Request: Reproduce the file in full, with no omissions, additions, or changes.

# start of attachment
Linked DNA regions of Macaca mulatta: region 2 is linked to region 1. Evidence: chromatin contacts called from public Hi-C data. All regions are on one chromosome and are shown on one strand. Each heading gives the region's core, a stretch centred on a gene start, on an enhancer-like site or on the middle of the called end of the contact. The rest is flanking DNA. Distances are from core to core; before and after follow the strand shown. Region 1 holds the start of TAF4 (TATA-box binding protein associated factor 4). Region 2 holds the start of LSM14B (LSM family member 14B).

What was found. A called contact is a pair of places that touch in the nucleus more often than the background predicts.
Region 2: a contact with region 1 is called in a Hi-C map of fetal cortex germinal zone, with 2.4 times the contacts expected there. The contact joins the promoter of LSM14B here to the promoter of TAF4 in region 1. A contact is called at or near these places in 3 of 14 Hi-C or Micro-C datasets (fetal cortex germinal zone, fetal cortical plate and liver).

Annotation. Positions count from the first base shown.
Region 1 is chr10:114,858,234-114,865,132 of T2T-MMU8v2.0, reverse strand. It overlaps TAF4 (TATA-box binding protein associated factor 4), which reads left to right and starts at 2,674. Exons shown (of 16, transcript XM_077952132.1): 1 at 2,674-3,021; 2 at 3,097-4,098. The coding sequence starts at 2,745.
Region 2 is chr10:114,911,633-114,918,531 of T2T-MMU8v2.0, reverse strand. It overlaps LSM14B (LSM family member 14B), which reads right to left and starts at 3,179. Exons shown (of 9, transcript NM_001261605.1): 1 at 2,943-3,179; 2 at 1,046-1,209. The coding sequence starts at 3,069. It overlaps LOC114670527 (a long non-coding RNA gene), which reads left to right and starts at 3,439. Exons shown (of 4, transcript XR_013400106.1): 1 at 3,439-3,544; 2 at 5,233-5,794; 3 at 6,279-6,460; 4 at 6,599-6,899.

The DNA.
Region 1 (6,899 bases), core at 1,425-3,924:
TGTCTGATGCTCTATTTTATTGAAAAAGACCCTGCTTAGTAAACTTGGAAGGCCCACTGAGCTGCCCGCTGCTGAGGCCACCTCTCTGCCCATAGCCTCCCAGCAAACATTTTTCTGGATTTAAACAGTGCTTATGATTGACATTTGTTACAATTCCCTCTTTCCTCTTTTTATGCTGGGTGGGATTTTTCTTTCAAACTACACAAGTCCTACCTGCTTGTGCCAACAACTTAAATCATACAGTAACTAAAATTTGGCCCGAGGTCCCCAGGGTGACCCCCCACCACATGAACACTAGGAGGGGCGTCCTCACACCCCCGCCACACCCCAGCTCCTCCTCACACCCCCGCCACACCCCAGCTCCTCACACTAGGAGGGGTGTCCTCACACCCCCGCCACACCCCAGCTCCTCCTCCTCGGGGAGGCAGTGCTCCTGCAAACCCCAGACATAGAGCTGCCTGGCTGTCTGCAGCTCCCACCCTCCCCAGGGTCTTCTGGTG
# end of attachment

Linked DNA regions of Macaca mulatta: region 2 is linked to region 1. Evidence: chromatin contacts called from public Hi-C data. All regions are on one chromosome and are shown on one strand. Each heading gives the region's core, a stretch centred on a gene start, on an enhancer-like site or on the middle of the called end of the contact. The rest is flanking DNA. Distances are from core to core; before and after follow the strand shown. Region 1 holds the start of TAF4 (TATA-box binding protein associated factor 4). Region 2 holds the start of LSM14B (LSM family member 14B).

What was found. A called contact is a pair of places that touch in the nucleus more often than the background predicts.
Region 2: a contact with region 1 is called in a Hi-C map of fetal cortex germinal zone, with 2.4 times the contacts expected there. The contact joins the promoter of LSM14B here to the promoter of TAF4 in region 1. A contact is called at or near these places in 3 of 14 Hi-C or Micro-C datasets (fetal cortex germinal zone, fetal cortical plate and liver).

Annotation. Positions count from the first base shown.
Region 1 is chr10:114,858,234-114,865,132 of T2T-MMU8v2.0, reverse strand. It overlaps TAF4 (TATA-box binding protein associated factor 4), which reads left to right and starts at 2,674. Exons shown (of 16, transcript XM_077952132.1): 1 at 2,674-3,021; 2 at 3,097-4,098. The coding sequence starts at 2,745.
Region 2 is chr10:114,911,633-114,918,531 of T2T-MMU8v2.0, reverse strand. It overlaps LSM14B (LSM family member 14B), which reads right to left and starts at 3,179. Exons shown (of 9, transcript NM_001261605.1): 1 at 2,943-3,179; 2 at 1,046-1,209. The coding sequence starts at 3,069. It overlaps LOC114670527 (a long non-coding RNA gene), which reads left to right and starts at 3,439. Exons shown (of 4, transcript XR_013400106.1): 1 at 3,439-3,544; 2 at 5,233-5,794; 3 at 6,279-6,460; 4 at 6,599-6,899.

The DNA.
Region 1 (6,899 bases), core at 1,425-3,924:
TGTCTGATGCTCTATTTTATTGAAAAAGACCCTGCTTAGTAAACTTGGAAGGCCCACTGAGCTGCCCGCTGCTGAGGCCACCTCTCTGCCCATAGCCTCCCAGCAAACATTTTTCTGGATTTAAACAGTGCTTATGATTGACATTTGTTACAATTCCCTCTTTCCTCTTTTTATGCTGGGTGGGATTTTTCTTTCAAACTACACAAGTCCTACCTGCTTGTGCCAACAACTTAAATCATACAGTAACTAAAATTTGGCCCGAGGTCCCCAGGGTGACCCCCCACCACATGAACACTAGGAGGGGCGTCCTCACACCCCCGCCACACCCCAGCTCCTCCTCACACCCCCGCCACACCCCAGCTCCTCACACTAGGAGGGGTGTCCTCACACCCCCGCCACACCCCAGCTCCTCCTCCTCGGGGAGGCAGTGCTCCTGCAAACCCCAGACATAGAGCTGCCTGGCTGTCTGCAGCTCCCACCCTCCCCAGGGTCTTCTGGTG